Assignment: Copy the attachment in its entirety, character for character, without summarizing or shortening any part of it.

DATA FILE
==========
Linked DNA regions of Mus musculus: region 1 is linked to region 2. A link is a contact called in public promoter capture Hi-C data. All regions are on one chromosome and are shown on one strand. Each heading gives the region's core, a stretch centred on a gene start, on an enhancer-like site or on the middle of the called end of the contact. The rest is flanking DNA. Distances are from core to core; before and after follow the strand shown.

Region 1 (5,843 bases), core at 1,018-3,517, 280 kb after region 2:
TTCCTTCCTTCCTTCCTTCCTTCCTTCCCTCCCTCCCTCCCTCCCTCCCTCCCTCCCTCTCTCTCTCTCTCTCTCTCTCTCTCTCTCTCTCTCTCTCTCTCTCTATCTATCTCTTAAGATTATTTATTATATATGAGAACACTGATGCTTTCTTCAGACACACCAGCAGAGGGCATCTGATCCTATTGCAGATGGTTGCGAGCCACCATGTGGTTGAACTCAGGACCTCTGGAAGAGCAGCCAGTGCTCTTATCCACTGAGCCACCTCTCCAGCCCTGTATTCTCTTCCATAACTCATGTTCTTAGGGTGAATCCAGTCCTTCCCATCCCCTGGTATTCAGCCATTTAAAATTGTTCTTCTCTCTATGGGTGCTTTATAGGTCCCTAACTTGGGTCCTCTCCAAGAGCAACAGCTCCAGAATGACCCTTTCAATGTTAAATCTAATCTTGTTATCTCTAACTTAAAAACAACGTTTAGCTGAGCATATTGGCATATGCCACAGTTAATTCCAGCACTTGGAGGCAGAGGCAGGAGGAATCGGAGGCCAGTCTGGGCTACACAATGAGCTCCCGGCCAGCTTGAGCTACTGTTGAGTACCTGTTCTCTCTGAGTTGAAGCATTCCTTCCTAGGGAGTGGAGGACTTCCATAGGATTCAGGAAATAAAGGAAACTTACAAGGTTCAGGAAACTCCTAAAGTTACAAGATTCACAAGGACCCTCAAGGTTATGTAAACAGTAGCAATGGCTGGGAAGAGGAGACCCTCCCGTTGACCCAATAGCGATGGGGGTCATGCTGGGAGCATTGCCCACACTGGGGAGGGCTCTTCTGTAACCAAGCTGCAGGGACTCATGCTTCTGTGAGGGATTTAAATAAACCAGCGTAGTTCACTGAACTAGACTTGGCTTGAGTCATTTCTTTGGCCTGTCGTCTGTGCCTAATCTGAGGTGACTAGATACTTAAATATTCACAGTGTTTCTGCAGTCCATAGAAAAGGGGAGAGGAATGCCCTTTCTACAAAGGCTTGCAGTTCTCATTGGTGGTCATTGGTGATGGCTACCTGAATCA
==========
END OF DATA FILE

Linked DNA regions of Mus musculus: region 1 is linked to region 2. A link is a contact called in public promoter capture Hi-C data. All regions are on one chromosome and are shown on one strand. Each heading gives the region's core, a stretch centred on a gene start, on an enhancer-like site or on the middle of the called end of the contact. The rest is flanking DNA. Distances are from core to core; before and after follow the strand shown.

Region 1 (5,843 bases), core at 1,018-3,517, 280 kb after region 2:
TTCCTTCCTTCCTTCCTTCCTTCCTTCCCTCCCTCCCTCCCTCCCTCCCTCCCTCCCTCTCTCTCTCTCTCTCTCTCTCTCTCTCTCTCTCTCTCTCTCTCTCTATCTATCTCTTAAGATTATTTATTATATATGAGAACACTGATGCTTTCTTCAGACACACCAGCAGAGGGCATCTGATCCTATTGCAGATGGTTGCGAGCCACCATGTGGTTGAACTCAGGACCTCTGGAAGAGCAGCCAGTGCTCTTATCCACTGAGCCACCTCTCCAGCCCTGTATTCTCTTCCATAACTCATGTTCTTAGGGTGAATCCAGTCCTTCCCATCCCCTGGTATTCAGCCATTTAAAATTGTTCTTCTCTCTATGGGTGCTTTATAGGTCCCTAACTTGGGTCCTCTCCAAGAGCAACAGCTCCAGAATGACCCTTTCAATGTTAAATCTAATCTTGTTATCTCTAACTTAAAAACAACGTTTAGCTGAGCATATTGGCATATGCCACAGTTAATTCCAGCACTTGGAGGCAGAGGCAGGAGGAATCGGAGGCCAGTCTGGGCTACACAATGAGCTCCCGGCCAGCTTGAGCTACTGTTGAGTACCTGTTCTCTCTGAGTTGAAGCATTCCTTCCTAGGGAGTGGAGGACTTCCATAGGATTCAGGAAATAAAGGAAACTTACAAGGTTCAGGAAACTCCTAAAGTTACAAGATTCACAAGGACCCTCAAGGTTATGTAAACAGTAGCAATGGCTGGGAAGAGGAGACCCTCCCGTTGACCCAATAGCGATGGGGGTCATGCTGGGAGCATTGCCCACACTGGGGAGGGCTCTTCTGTAACCAAGCTGCAGGGACTCATGCTTCTGTGAGGGATTTAAATAAACCAGCGTAGTTCACTGAACTAGACTTGGCTTGAGTCATTTCTTTGGCCTGTCGTCTGTGCCTAATCTGAGGTGACTAGATACTTAAATATTCACAGTGTTTCTGCAGTCCATAGAAAAGGGGAGAGGAATGCCCTTTCTACAAAGGCTTGCAGTTCTCATTGGTGGTCATTGGTGATGGCTACCTGAATCA